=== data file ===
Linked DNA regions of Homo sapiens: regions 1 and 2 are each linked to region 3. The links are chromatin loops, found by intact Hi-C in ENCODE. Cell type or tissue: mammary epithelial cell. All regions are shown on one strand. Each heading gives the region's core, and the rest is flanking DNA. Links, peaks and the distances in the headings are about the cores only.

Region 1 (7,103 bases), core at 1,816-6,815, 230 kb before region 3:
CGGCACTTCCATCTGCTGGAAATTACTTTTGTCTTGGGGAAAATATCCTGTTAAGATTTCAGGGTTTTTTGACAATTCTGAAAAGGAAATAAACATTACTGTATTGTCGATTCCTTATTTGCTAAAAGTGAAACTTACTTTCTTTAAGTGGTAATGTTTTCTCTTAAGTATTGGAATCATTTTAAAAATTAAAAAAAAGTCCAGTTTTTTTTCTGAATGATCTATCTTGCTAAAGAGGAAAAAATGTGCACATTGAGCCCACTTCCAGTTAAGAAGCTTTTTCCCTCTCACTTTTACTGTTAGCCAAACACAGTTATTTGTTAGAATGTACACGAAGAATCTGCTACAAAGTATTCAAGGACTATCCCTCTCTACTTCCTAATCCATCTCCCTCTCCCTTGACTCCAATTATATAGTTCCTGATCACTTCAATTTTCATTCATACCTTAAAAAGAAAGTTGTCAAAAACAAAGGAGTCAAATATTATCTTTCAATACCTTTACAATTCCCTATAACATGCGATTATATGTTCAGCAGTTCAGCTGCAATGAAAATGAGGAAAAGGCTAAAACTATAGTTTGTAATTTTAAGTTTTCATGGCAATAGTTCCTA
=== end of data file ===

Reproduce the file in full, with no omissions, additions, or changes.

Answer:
Linked DNA regions of Homo sapiens: regions 1 and 2 are each linked to region 3. The links are chromatin loops, found by intact Hi-C in ENCODE. Cell type or tissue: mammary epithelial cell. All regions are shown on one strand. Each heading gives the region's core, and the rest is flanking DNA. Links, peaks and the distances in the headings are about the cores only.

Region 1 (7,103 bases), core at 1,816-6,815, 230 kb before region 3:
CGGCACTTCCATCTGCTGGAAATTACTTTTGTCTTGGGGAAAATATCCTGTTAAGATTTCAGGGTTTTTTGACAATTCTGAAAAGGAAATAAACATTACTGTATTGTCGATTCCTTATTTGCTAAAAGTGAAACTTACTTTCTTTAAGTGGTAATGTTTTCTCTTAAGTATTGGAATCATTTTAAAAATTAAAAAAAAGTCCAGTTTTTTTTCTGAATGATCTATCTTGCTAAAGAGGAAAAAATGTGCACATTGAGCCCACTTCCAGTTAAGAAGCTTTTTCCCTCTCACTTTTACTGTTAGCCAAACACAGTTATTTGTTAGAATGTACACGAAGAATCTGCTACAAAGTATTCAAGGACTATCCCTCTCTACTTCCTAATCCATCTCCCTCTCCCTTGACTCCAATTATATAGTTCCTGATCACTTCAATTTTCATTCATACCTTAAAAAGAAAGTTGTCAAAAACAAAGGAGTCAAATATTATCTTTCAATACCTTTACAATTCCCTATAACATGCGATTATATGTTCAGCAGTTCAGCTGCAATGAAAATGAGGAAAAGGCTAAAACTATAGTTTGTAATTTTAAGTTTTCATGGCAATAGTTCCTA